- the most significant investment risks which should be avoided in your portfolio (e.g. systemic stranded assets, specific stranded business models); and/or
- the potential for the most positive impact from a more ethical approach.
The World Economic Forum (WEF) publishes its Global Risk Report annually (Exhibit A3). In the 2020 report, respondents to the Global Risks Perception Survey ranked climate change and related environmental issues as the five biggest risks in terms of likelihood – the first time in the survey’s history that one category, in this case the environment, occupied all five of the top spots. Social issues such as water and food crises, ranked highly as well.
Exhibit A4 corroborates that, from an active equity owner perspective, climate change is one of the areas investors have been most vocal about in recent years. More traditional governance issues, such as corporate activity, labour & equal employment rights and executive pay, continue to be at the top of the agenda as well.
If you employ more of an impact type of strategy, you will also need to determine how the environmental and social issues you have chosen to focus on align to the UN Sustainable Development Goals (Exhibit A5) or other initiative. A growing number of investors today actually use these as their starting point on the RI journey.
Many investors are also aligning themselves with specific goals, with alignment to the Paris Climate Agreement goals becoming particularly popular more recently. Over the last few months, a number of announcements have been made in the UK, for example a declaration from the BT Pension Scheme (BTPS) stating it is to target a net-zero strategy by 2035, aligned with the goals in the Paris Agreement. I have also noted that the South Yorkshire Pensions Authority have indicated their intention to be carbon neutral by 2030; that Nest has stated its plan to have a net-zero portfolio by 2050, and that the Northern LGPS announced their intention to invest 100% of their assets in line with the Paris Agreement.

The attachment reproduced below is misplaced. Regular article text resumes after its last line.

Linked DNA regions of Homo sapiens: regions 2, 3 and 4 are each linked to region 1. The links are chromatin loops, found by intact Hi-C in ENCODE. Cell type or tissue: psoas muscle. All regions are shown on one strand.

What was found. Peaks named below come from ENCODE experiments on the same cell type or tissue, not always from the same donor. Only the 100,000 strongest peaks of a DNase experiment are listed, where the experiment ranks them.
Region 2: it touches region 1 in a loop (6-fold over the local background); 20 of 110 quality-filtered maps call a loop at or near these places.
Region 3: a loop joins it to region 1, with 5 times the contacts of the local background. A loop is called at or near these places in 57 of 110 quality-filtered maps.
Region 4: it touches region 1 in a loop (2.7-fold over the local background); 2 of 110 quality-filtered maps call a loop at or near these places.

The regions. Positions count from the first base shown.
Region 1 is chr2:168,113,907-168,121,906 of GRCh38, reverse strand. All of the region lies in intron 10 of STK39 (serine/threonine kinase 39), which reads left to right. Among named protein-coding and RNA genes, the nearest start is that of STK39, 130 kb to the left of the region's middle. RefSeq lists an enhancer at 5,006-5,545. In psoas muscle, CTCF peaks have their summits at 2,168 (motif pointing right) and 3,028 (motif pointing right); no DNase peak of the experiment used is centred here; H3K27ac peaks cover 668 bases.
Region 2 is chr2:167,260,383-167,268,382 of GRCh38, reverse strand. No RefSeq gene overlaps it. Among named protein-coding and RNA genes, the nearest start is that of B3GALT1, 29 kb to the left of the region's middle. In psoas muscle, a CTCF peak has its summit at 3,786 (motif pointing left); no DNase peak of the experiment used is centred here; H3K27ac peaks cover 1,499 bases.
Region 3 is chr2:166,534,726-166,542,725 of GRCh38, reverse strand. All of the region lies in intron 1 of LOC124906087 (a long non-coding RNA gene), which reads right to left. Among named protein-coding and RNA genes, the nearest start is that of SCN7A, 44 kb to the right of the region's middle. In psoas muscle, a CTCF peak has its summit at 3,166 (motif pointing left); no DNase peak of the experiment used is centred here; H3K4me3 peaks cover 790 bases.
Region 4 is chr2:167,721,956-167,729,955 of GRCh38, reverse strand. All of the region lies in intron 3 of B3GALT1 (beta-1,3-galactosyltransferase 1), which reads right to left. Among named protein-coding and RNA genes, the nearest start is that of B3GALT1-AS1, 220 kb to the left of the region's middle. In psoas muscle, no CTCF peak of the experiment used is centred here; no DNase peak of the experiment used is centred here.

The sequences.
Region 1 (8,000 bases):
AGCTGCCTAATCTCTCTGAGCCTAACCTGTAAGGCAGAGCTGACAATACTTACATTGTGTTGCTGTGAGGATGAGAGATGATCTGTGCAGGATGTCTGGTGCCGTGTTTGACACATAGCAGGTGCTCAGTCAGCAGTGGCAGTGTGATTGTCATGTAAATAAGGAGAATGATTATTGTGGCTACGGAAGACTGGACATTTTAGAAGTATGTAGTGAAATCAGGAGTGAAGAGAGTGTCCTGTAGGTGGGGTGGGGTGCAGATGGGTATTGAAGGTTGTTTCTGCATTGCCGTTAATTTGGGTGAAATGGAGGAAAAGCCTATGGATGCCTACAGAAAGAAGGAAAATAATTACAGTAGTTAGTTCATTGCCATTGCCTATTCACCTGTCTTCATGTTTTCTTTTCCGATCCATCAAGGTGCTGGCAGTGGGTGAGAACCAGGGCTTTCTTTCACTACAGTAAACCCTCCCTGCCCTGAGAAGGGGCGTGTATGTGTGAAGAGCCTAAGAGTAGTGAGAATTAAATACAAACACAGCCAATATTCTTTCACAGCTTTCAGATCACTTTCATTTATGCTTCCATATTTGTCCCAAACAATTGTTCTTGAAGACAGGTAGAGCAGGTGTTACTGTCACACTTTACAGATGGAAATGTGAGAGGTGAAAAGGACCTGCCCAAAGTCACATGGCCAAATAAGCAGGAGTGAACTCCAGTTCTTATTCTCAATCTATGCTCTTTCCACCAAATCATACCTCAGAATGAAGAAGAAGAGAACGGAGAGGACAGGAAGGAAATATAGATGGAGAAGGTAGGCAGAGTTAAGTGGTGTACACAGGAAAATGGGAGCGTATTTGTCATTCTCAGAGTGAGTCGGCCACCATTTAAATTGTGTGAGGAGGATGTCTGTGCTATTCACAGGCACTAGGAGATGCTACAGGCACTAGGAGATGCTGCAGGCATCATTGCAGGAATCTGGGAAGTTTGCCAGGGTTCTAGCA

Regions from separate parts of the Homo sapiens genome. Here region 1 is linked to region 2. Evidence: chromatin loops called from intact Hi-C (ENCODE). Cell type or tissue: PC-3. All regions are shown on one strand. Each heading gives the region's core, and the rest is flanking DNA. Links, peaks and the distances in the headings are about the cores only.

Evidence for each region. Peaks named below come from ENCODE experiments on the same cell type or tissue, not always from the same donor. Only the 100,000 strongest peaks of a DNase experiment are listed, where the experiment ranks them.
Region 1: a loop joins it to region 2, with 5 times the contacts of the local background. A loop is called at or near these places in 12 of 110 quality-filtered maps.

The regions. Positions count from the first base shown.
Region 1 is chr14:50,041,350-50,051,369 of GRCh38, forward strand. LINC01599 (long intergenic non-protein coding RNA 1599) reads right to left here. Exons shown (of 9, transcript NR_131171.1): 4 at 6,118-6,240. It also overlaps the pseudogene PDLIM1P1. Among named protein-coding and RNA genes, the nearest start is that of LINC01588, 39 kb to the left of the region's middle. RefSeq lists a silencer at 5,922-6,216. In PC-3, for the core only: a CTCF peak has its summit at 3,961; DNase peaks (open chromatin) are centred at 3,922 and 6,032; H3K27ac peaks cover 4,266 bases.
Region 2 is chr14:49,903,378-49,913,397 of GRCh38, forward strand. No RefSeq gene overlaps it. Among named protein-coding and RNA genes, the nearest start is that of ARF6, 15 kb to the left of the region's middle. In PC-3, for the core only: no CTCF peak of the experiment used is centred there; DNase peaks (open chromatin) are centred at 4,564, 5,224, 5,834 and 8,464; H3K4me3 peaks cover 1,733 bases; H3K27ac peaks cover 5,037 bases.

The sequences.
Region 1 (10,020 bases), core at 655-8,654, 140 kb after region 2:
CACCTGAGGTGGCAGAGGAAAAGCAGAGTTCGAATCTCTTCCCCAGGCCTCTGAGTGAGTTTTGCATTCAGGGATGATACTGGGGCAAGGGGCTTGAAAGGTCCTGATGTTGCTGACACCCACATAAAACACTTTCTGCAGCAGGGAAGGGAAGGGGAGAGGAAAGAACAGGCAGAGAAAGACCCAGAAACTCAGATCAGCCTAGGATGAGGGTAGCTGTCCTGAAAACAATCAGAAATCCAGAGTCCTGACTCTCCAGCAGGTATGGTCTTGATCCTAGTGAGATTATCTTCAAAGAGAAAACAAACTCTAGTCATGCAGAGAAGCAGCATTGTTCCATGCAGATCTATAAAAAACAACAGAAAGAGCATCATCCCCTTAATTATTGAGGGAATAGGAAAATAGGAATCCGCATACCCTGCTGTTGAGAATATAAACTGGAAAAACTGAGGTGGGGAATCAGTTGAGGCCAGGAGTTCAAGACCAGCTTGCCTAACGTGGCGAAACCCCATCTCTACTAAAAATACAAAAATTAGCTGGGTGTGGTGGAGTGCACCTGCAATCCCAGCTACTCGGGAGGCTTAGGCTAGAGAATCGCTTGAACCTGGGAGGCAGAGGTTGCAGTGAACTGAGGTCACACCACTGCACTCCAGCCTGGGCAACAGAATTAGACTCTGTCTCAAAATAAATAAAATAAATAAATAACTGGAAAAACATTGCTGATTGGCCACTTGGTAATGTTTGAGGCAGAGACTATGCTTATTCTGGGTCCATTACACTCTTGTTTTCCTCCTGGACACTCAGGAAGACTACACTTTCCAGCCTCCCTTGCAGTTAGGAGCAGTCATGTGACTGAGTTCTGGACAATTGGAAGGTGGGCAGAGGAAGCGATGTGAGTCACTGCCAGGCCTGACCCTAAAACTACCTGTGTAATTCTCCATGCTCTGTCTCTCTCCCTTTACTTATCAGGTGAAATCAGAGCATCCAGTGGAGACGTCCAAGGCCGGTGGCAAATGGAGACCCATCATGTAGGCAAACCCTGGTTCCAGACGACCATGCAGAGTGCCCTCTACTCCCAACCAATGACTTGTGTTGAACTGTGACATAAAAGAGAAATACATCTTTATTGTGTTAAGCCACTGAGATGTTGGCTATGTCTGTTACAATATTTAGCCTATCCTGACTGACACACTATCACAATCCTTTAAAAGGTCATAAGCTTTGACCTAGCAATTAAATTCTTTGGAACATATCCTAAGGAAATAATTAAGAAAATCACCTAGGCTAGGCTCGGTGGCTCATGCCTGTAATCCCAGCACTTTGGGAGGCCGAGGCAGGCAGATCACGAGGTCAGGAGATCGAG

How patient should you be- engagement vs. divesting?
One of the other key considerations to explore at this early stage is the horizon for which your investments need to meet your standards. This will of course be dependent on the investment horizon of your investment, but it is also a deeper question. Do you need all investments to meet your standards now, or are you comfortable with certain investments which may currently be at a less desirable point but have a well-defined set of objectives in place? In other words, is there a positive direction of travel?
For instance, if you have concluded that diversity is one of the key issues you would like to focus on and, upon requesting for the diversity profile of one of the investment managers in your portfolio, you become aware there is minimal diversity, do you divest or engage with the investment firm in question to introduce policies to increase diversity? And, if you do decide to engage, how long are you willing to wait for the positive developments of their stated initiative (potentially triggered by your engagement) to become evident?
What are your stakeholders telling you?
So far, you will have brainstormed on what is important for you, requiring a high degree of introspection. It is crucial that you also look outwards – reach out to all your stakeholders and listen very carefully to their views. For instance, if you are managing a university endowment, you will need to immerse yourself in the issues from the perspective of your students and the faculty. Today, almost all of Britain's top universities have committed to selling their shares in fossil fuel companies which, according to People & Planet (a student campaign group), amounts to around £12.4bn of endowments across the sector that have been divested. This change in investment strategy came about in most part only after significant pressure from eco-conscious students who recurred to occupying buildings and carrying out hunger strikes. You do not want to wait until your stakeholders need to take such drastic measures!